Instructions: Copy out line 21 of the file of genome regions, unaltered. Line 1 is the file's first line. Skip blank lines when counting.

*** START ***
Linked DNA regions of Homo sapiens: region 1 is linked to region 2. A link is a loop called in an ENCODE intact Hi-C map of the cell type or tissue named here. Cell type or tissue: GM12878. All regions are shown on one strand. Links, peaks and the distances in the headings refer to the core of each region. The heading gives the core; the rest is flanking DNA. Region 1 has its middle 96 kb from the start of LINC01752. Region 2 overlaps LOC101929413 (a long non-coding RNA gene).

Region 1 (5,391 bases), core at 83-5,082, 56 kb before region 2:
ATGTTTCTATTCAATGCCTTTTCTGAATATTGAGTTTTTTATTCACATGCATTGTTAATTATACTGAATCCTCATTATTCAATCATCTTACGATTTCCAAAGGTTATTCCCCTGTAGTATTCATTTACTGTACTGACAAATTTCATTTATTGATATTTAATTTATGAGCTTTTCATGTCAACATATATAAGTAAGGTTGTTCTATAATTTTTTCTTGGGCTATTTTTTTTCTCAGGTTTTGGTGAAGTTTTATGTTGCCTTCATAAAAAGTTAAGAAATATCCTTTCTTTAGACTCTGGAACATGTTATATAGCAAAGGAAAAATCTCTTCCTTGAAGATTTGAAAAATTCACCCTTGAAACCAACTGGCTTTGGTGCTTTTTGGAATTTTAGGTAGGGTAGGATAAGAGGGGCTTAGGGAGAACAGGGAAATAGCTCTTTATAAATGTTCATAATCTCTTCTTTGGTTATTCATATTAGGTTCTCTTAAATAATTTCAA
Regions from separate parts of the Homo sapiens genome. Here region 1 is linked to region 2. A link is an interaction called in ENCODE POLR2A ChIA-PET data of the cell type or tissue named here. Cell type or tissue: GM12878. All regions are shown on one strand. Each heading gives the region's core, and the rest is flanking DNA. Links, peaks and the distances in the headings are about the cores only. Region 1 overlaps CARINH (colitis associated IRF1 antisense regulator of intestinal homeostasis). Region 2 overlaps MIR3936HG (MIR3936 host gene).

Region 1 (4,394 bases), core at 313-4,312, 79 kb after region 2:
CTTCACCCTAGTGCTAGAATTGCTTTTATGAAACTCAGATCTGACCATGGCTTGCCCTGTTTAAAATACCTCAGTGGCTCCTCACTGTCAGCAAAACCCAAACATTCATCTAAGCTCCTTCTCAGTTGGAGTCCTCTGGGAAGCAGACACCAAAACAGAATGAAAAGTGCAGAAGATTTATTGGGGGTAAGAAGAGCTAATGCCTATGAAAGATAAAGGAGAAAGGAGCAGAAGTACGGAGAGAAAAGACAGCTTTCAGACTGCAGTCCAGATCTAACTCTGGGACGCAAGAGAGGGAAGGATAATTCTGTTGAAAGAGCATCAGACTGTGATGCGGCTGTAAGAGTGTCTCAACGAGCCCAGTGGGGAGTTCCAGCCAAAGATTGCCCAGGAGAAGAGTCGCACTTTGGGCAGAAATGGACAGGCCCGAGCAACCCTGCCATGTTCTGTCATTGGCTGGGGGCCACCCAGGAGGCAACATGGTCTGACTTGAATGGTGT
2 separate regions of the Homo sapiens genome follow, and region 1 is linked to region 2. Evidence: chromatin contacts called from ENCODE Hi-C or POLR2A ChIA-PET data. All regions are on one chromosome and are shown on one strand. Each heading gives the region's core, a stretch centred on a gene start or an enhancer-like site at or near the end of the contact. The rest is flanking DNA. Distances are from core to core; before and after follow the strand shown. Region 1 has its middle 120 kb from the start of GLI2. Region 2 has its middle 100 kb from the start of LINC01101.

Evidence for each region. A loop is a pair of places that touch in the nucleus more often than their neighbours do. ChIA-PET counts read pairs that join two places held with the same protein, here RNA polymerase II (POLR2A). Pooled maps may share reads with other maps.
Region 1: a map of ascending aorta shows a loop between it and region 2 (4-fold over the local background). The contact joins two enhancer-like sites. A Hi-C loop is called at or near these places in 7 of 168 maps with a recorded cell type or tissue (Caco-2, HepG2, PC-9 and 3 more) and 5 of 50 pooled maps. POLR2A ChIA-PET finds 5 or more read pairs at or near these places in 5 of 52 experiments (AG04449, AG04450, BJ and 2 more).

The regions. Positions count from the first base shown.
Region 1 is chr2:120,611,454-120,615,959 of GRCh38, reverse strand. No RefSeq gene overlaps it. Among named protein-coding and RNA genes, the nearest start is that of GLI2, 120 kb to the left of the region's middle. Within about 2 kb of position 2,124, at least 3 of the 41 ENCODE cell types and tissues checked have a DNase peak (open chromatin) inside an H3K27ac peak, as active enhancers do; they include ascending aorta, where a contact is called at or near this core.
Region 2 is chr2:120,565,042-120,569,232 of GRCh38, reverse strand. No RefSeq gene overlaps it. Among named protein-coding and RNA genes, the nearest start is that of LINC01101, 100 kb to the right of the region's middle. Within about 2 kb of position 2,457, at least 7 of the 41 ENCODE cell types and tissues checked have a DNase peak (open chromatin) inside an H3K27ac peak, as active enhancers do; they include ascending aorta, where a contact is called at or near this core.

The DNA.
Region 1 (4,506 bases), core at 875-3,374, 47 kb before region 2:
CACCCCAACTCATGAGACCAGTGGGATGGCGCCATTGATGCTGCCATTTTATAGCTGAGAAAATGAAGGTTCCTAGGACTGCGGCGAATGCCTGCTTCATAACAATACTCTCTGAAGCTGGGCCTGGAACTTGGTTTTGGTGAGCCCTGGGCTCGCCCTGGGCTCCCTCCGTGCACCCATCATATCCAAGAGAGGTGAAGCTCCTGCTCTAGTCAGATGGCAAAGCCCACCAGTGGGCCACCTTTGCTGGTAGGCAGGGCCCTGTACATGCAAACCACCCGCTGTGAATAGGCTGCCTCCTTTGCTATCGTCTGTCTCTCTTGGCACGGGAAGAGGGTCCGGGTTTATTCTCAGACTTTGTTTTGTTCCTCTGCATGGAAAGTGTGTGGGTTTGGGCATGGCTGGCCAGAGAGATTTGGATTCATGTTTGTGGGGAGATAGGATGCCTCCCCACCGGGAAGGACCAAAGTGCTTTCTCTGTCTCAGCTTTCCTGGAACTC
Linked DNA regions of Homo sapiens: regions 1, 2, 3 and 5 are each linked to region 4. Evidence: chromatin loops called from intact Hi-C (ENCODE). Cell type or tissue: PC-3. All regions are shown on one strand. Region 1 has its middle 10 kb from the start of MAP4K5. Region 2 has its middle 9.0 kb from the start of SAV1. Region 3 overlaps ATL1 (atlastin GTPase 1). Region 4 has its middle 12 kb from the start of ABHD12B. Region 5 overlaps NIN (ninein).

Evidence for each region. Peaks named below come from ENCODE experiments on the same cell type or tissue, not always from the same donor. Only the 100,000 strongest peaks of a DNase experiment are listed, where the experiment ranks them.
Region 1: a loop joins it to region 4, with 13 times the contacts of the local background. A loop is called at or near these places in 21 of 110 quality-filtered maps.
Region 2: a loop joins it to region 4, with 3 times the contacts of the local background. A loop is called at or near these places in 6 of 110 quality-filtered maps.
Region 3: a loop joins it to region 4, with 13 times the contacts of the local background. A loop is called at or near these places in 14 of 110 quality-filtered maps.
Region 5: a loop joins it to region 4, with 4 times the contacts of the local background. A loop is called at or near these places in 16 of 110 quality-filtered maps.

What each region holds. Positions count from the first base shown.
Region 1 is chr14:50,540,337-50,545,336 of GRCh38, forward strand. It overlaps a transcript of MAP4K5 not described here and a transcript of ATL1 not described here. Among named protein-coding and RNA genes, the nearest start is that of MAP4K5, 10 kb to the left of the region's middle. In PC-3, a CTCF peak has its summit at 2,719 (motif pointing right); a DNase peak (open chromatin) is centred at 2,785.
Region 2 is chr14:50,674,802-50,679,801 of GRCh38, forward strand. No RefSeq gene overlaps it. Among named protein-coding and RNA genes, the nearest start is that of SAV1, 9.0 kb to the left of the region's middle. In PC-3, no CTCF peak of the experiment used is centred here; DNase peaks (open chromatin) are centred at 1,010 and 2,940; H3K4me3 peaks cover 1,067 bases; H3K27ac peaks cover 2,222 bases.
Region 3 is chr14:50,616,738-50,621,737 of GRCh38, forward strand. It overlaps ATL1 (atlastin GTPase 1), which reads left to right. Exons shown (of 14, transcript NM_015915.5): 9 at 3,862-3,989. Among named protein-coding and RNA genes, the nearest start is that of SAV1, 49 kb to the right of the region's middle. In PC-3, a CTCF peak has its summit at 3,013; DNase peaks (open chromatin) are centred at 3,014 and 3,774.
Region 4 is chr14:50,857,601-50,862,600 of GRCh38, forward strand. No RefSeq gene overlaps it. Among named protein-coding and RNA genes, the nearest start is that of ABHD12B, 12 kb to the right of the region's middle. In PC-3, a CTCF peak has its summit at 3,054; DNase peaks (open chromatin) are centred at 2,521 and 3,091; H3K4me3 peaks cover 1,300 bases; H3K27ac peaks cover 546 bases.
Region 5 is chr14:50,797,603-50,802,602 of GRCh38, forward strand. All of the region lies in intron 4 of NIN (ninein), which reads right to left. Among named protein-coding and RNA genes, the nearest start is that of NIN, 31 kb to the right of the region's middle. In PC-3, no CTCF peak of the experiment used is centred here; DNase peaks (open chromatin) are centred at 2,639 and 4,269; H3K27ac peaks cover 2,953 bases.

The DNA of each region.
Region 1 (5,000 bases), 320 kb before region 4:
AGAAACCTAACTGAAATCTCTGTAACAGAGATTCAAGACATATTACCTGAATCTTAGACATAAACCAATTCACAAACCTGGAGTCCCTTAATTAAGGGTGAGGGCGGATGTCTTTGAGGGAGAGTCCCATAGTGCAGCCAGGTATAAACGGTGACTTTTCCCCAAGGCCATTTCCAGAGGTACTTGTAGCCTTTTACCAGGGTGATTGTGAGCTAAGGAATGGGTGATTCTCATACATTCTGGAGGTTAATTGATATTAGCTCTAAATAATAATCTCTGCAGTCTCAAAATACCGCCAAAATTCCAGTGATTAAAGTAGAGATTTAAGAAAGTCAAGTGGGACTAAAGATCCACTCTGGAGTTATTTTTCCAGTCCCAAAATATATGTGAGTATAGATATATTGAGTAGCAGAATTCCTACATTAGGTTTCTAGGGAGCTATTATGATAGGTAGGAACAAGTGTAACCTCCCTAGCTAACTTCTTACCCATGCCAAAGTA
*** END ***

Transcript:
Region 5: a loop joins it to region 4, with 4 times the contacts of the local background. A loop is called at or near these places in 16 of 110 quality-filtered maps.